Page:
September 2011
Volume 11, Issue 11
Free
Vision Sciences Society Annual Meeting Abstract  |   September 2011
ERP signatures of Gestalt cues predict perceptual segmentation
Author Affiliations
  • Jennifer Corbett
    Brown University, Department of Cognitive, Linguistic, and Psychological Sciences, USA
  • Thomas Serre
    Brown University, Department of Cognitive, Linguistic, and Psychological Sciences, USA
Journal of Vision September 2011, Vol.11, 1078. doi:10.1167/11.11.1078
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      Jennifer Corbett, Thomas Serre; ERP signatures of Gestalt cues predict perceptual segmentation. Journal of Vision 2011;11(11):1078. doi: 10.1167/11.11.1078.

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      © ARVO (1962-2015); The Authors (2016-present)

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Abstract

Gestalt cues are thought to organize visual input into meaningful perceptual units during pre-attentive stages of human visual information processing. As these units then serve as input for further perceptual and cognitive processing, characterizing the influence of Gestalt cues on their formation can lead to a better understanding of how the visual system initially organizes sensory input, as well as to the development of techniques to better present observers with critical visual information. Towards these ends, we used ERPs to a segmentation task in conjunction with psychophysical measures to map the time courses of several Gestalt cues. Observers determined whether patterns of 100 Gabor patches formed rows or columns. Patterns were formed by parametrically varying the tilt, spatial frequency, contrast, length, separation, and backgrounds of the patches. Overall, Gestalt versus Uniform stimuli showed faster correct response times, modulated P3 amplitudes, and attenuated P1 amplitudes. Relative to Uniform stimuli, stimuli correctly grouped by Proximity and Connectedness generally showed longer correct response times, later and smaller P3s, sooner and smaller P1s, and smaller N2s than stimuli grouped by Similarity of Spatial Frequency or Contrast. In contrast, stimuli grouped by Common Region and Similarity of Tilt generally showed shorter correct response times, sooner and larger P3s, later and larger P1s, and larger N2s. We next use a machine-learning algorithm to decode the characteristic ERP signatures of each Gestalt heuristic. In turn, we use these signatures to predict how and when an observer will parse a novel visual stimulus based on cortical activity specific to its Gestalt context, as well as when, and to what extent several visual illusions, such as the Ponzo, Müller-Lyer, Rod-and-Frame, and Simultaneous Tilt Illusions (reflecting perceived depth, size, and orientation) are affected by each type of Gestalt cue.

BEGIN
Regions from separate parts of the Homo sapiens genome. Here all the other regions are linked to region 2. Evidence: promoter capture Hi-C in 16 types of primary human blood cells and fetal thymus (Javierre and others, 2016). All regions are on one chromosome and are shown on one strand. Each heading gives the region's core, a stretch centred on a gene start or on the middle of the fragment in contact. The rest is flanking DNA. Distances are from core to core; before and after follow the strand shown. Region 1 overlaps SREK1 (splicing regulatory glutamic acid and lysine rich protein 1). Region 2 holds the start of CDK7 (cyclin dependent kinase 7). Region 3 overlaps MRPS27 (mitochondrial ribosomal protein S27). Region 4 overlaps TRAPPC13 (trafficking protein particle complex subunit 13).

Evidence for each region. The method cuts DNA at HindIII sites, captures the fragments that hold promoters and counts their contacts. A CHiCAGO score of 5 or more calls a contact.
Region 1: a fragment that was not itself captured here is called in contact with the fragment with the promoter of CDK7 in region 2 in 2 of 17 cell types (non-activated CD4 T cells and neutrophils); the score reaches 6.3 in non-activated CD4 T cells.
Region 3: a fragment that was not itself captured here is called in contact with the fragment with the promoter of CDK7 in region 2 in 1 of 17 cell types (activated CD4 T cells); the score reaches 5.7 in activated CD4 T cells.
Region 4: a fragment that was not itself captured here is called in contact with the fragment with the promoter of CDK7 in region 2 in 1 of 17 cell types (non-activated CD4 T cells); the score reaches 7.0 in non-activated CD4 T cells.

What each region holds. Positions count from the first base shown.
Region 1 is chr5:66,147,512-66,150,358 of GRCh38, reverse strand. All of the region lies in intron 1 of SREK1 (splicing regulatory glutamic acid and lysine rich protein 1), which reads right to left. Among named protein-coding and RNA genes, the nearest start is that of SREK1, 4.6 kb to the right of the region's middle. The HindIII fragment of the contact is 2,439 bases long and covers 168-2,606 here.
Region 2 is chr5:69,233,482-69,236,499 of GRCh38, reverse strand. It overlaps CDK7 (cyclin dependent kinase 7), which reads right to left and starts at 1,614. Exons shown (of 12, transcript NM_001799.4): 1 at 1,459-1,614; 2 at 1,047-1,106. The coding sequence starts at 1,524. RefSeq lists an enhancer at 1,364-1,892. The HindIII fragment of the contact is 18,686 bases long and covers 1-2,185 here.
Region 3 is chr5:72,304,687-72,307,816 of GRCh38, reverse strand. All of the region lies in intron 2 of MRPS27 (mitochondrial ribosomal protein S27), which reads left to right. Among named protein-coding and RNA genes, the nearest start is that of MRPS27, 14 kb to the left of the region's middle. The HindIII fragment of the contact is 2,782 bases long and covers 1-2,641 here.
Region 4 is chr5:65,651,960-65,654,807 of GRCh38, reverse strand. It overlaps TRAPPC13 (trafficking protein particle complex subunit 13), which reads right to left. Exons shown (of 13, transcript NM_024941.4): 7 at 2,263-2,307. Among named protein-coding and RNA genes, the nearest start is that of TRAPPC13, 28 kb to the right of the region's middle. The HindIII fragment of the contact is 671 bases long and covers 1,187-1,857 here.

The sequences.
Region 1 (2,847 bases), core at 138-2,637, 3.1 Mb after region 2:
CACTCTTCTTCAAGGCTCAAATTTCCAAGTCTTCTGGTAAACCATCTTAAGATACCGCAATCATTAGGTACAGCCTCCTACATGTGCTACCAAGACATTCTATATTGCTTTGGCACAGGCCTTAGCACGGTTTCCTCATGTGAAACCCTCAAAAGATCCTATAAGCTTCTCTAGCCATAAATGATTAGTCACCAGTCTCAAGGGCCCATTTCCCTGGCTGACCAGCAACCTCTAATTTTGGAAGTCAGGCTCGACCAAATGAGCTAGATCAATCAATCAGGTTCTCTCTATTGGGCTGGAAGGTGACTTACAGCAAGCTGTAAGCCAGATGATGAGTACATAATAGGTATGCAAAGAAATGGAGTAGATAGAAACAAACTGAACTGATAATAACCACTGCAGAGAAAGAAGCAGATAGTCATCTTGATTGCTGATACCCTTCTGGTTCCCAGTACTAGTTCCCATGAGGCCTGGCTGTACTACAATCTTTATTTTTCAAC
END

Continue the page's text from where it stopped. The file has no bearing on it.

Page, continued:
DARPA-BAA-09-31 to TS. 
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